ADMISSION (MAIN DECK): Adults - 1,200 yen; high schoolers - 1,000 yen; Junior high and elementary schoolers - 700 yen; ages 4-5 500 yen.
KYOTO TOWER (Kyoto Pref.)
This gem near the central Kyoto Station was built in 1964. Kyoto Tower boasts an elegant candle shape and at 430 feet tall, it is the world’s tallest non steel-frame construction. During my visits to Kyoto, this tower beautifully illuminates the evening sky.
On Kyoto Tower’s observation deck, 328 feet from the ground, you can check out a fantastic panoramic view over Japan’s old capital. The two-story deck is spacious and has free telescopes that give you a 360-degree view of Kyoto.
When I visited the tower with my family, I was surprised to learn there is a large public bath in the tower’s basement floor. Locals said that many tourists and visitors on business trips take advantage of the baths for a quick soak before departing on the Shinkansen from Kyoto Station. We did, too. While waiting for our train back to Yokohama, we relaxed after all the walking we did in Kyoto in this public bath resembling an old fashion sento.
LOCATION: 721-1 Higashishiokojimachi, Karasumadori Shichijo kudaru, Shimogyo-ku, Kyoto City, Kyoto Prefecture
HOURS: 11 a.m. - 7 p.m. (Public Bath in the B3 floor: 1 - 9 p.m.) *Shortened time operation due to COVID-19
ADMISSION: Adults - 800 yen; high schoolers - 650 yen; middle and elementary schoolers - 550 yen; ages 3-5 150 yen.
KOBE PORT TOWER (Hyogo Pref.)
This 354-foot-tall latticed tower is the symbol of Kobe and is considered the country’s first illuminated building. The 295-foot-high observation deck is a must-see and offers a spectacular view of the bay and surrounding cityscape.
A pedestrian overpass connects the tower to Kobe Maritime Museum/Kawasaki Good Times World. The museum features a variety of exhibits that chronicle the more than century-old history of Kobe’s port. Kawasaki Good Time World, a separate section of the museum, brings to life the technological ingenuity of Kawasaki Heavy Industries for all ages. You can enjoy such hands-on exhibits as the first Shinkansen (bullet train) model, historical motorcycles, jet skis and a helicopter. There are various vehicle simulators, and you can even try your hand at a simulated takeoff and landing of a passenger plane.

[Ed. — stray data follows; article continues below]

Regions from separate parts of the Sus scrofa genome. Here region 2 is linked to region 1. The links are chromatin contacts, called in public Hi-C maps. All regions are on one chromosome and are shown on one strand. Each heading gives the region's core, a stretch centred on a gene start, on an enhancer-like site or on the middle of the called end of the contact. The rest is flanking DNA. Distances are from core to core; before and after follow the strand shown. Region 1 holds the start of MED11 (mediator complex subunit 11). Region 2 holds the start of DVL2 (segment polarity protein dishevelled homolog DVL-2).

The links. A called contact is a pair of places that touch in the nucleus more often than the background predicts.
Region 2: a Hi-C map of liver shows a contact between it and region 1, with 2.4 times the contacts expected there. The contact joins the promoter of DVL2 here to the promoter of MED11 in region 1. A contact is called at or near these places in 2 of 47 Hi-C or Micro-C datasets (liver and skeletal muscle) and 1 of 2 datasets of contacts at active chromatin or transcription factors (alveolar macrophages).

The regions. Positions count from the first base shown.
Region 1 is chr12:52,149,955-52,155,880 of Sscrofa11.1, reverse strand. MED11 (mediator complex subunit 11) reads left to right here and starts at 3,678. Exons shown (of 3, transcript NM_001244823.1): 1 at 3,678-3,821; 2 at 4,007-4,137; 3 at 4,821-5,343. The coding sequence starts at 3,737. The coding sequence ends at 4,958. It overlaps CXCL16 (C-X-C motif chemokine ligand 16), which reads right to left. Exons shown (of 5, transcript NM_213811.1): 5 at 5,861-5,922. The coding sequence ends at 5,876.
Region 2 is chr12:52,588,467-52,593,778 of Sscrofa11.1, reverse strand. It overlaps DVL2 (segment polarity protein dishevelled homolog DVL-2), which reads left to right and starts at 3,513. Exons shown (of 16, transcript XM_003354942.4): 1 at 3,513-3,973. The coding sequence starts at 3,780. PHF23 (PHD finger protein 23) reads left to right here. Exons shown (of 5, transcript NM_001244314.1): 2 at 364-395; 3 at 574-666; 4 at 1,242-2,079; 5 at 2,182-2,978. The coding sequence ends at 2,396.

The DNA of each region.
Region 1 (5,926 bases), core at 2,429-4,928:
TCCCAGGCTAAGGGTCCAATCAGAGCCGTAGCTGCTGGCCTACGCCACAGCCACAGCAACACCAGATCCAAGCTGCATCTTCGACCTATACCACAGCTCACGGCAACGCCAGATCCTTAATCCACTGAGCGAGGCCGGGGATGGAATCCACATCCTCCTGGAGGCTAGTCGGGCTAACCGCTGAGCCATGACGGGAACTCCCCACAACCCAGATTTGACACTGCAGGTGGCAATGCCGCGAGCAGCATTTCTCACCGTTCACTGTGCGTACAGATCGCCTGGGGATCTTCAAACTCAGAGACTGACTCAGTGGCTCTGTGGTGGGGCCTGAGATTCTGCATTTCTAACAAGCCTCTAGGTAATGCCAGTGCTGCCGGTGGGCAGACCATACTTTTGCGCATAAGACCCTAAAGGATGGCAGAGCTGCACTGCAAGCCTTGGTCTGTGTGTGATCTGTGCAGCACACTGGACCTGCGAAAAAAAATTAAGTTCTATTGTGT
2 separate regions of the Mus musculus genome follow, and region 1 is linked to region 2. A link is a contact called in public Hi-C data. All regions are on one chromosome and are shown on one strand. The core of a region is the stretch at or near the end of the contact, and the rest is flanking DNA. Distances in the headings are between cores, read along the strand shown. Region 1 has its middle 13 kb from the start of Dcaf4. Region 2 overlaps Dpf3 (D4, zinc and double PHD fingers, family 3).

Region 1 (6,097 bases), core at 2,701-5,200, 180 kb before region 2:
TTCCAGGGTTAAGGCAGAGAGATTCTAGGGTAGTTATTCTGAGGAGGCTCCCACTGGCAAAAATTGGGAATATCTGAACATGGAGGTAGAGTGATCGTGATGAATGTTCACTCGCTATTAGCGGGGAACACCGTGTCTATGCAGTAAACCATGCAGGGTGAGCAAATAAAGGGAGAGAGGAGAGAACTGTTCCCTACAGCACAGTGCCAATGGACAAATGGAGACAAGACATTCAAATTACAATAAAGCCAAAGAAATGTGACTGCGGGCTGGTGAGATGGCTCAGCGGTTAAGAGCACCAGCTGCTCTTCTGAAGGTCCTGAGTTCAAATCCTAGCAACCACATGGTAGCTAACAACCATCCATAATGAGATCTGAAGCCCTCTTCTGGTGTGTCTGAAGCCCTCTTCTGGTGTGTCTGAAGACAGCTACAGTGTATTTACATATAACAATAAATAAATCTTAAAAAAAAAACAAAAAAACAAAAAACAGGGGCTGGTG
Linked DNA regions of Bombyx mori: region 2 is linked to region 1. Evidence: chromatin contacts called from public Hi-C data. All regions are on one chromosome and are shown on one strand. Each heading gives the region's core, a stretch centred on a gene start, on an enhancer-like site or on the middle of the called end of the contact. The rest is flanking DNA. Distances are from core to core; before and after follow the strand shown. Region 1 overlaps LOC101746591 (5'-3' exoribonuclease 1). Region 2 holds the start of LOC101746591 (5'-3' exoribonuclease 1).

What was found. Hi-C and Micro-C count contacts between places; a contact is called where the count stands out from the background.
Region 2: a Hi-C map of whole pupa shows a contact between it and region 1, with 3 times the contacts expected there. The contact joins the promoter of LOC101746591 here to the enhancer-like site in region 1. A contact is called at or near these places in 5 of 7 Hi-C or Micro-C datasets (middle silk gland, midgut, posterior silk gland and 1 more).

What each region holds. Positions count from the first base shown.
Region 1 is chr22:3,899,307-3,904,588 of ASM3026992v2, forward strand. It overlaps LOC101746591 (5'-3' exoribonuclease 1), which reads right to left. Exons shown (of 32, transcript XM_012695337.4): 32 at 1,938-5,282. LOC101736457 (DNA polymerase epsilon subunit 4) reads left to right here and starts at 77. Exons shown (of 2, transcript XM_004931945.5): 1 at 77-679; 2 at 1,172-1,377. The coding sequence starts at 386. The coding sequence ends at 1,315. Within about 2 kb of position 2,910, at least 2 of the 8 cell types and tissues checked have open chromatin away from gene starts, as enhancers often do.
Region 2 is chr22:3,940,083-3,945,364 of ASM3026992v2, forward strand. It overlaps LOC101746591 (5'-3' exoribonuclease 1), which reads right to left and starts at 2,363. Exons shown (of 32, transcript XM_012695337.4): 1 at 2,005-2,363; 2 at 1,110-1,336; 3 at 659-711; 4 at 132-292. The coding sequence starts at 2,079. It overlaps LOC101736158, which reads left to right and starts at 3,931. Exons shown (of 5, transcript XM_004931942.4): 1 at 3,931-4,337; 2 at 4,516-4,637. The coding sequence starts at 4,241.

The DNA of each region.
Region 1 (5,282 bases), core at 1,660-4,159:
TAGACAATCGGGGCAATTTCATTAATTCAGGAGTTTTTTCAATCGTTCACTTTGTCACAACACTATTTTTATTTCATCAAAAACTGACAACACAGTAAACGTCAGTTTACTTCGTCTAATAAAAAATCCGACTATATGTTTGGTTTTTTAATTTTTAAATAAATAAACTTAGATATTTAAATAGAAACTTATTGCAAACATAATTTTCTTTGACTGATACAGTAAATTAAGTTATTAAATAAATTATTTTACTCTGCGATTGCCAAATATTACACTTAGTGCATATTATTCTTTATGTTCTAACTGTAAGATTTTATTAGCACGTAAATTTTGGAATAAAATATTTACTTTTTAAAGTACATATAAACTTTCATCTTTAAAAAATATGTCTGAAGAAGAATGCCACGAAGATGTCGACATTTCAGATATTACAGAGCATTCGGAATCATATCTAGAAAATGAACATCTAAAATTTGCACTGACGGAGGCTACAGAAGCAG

LOCATION: 2-2 Hatobacho, Chuo-ku, Kobe City, Hyogo Prefecture
HOURS: Mar- Nov, 9 a.m. – 9 p.m., Dec- Feb, 9 a.m. -7 p.m.
ADMISSION: Adults - 700 yen; elementary to high schoolers - 300 yen.
TSUUTENKAKU (Osaka Pref.)
Tsutenkaku, or Heaven-Reaching Tower, is one of Osaka’s most famous points of interest. The octagonal 338-foot-high structure is in the center of Shinsenkai District where visitors and locals enjoy kushikatsu restaurants. Kushikatsu is a specialty of the city and consists of battered meats and vegetables deep-fried on skewers. From the main observation deck on the fifth floor, visitors can enjoy panoramic views of the entire Osaka Plain against the backdrop of Mount Ikoma.
Don’t forget to check out the wooden statue of Billiken, an American charm doll and a symbol of good luck for visitors. Every year, thousands of visitors place a coin in his box and rub the soles of his feet to make their wishes come true. The second floor of the tower has a souvenir shop selling various comical Osaka gifts.
Originally constructed in 1912 as a copy of the Eiffel Tower, Tsutenkaku was scrapped during World War II. The Tsutenkaku you see today was reconstructed in 1956.
LOCATION: 1-18-6 Ebisu Higashi, Naniwa-ku, Osaka Prefecture
HOURS: 9 a.m. - 9 p.m.
ADMISSION: Adult - 800 yen; middle and elementary schoolers - 400 yen.